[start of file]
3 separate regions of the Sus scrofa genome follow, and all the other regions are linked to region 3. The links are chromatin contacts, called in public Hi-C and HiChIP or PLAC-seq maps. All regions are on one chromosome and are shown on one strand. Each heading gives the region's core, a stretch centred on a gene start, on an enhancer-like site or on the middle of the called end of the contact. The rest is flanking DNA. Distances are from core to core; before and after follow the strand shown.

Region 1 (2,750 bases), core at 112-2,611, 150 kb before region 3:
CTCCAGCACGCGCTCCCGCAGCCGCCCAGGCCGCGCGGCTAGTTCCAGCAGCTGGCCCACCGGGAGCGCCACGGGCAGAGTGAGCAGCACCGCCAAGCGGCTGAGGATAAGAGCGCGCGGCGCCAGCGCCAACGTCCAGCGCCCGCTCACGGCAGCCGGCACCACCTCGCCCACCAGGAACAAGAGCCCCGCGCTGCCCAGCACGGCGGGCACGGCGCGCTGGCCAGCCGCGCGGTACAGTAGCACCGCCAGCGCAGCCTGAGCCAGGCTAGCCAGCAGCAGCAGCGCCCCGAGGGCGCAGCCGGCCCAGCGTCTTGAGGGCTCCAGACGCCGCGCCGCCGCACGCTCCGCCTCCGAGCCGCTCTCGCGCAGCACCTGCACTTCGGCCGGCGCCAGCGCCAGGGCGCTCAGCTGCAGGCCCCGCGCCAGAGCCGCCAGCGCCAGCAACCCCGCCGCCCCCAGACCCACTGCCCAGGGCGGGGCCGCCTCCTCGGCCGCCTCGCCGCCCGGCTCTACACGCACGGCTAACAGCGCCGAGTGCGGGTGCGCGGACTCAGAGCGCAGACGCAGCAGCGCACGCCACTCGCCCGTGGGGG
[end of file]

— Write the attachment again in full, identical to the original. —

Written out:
3 separate regions of the Sus scrofa genome follow, and all the other regions are linked to region 3. The links are chromatin contacts, called in public Hi-C and HiChIP or PLAC-seq maps. All regions are on one chromosome and are shown on one strand. Each heading gives the region's core, a stretch centred on a gene start, on an enhancer-like site or on the middle of the called end of the contact. The rest is flanking DNA. Distances are from core to core; before and after follow the strand shown.

Region 1 (2,750 bases), core at 112-2,611, 150 kb before region 3:
CTCCAGCACGCGCTCCCGCAGCCGCCCAGGCCGCGCGGCTAGTTCCAGCAGCTGGCCCACCGGGAGCGCCACGGGCAGAGTGAGCAGCACCGCCAAGCGGCTGAGGATAAGAGCGCGCGGCGCCAGCGCCAACGTCCAGCGCCCGCTCACGGCAGCCGGCACCACCTCGCCCACCAGGAACAAGAGCCCCGCGCTGCCCAGCACGGCGGGCACGGCGCGCTGGCCAGCCGCGCGGTACAGTAGCACCGCCAGCGCAGCCTGAGCCAGGCTAGCCAGCAGCAGCAGCGCCCCGAGGGCGCAGCCGGCCCAGCGTCTTGAGGGCTCCAGACGCCGCGCCGCCGCACGCTCCGCCTCCGAGCCGCTCTCGCGCAGCACCTGCACTTCGGCCGGCGCCAGCGCCAGGGCGCTCAGCTGCAGGCCCCGCGCCAGAGCCGCCAGCGCCAGCAACCCCGCCGCCCCCAGACCCACTGCCCAGGGCGGGGCCGCCTCCTCGGCCGCCTCGCCGCCCGGCTCTACACGCACGGCTAACAGCGCCGAGTGCGGGTGCGCGGACTCAGAGCGCAGACGCAGCAGCGCACGCCACTCGCCCGTGGGGG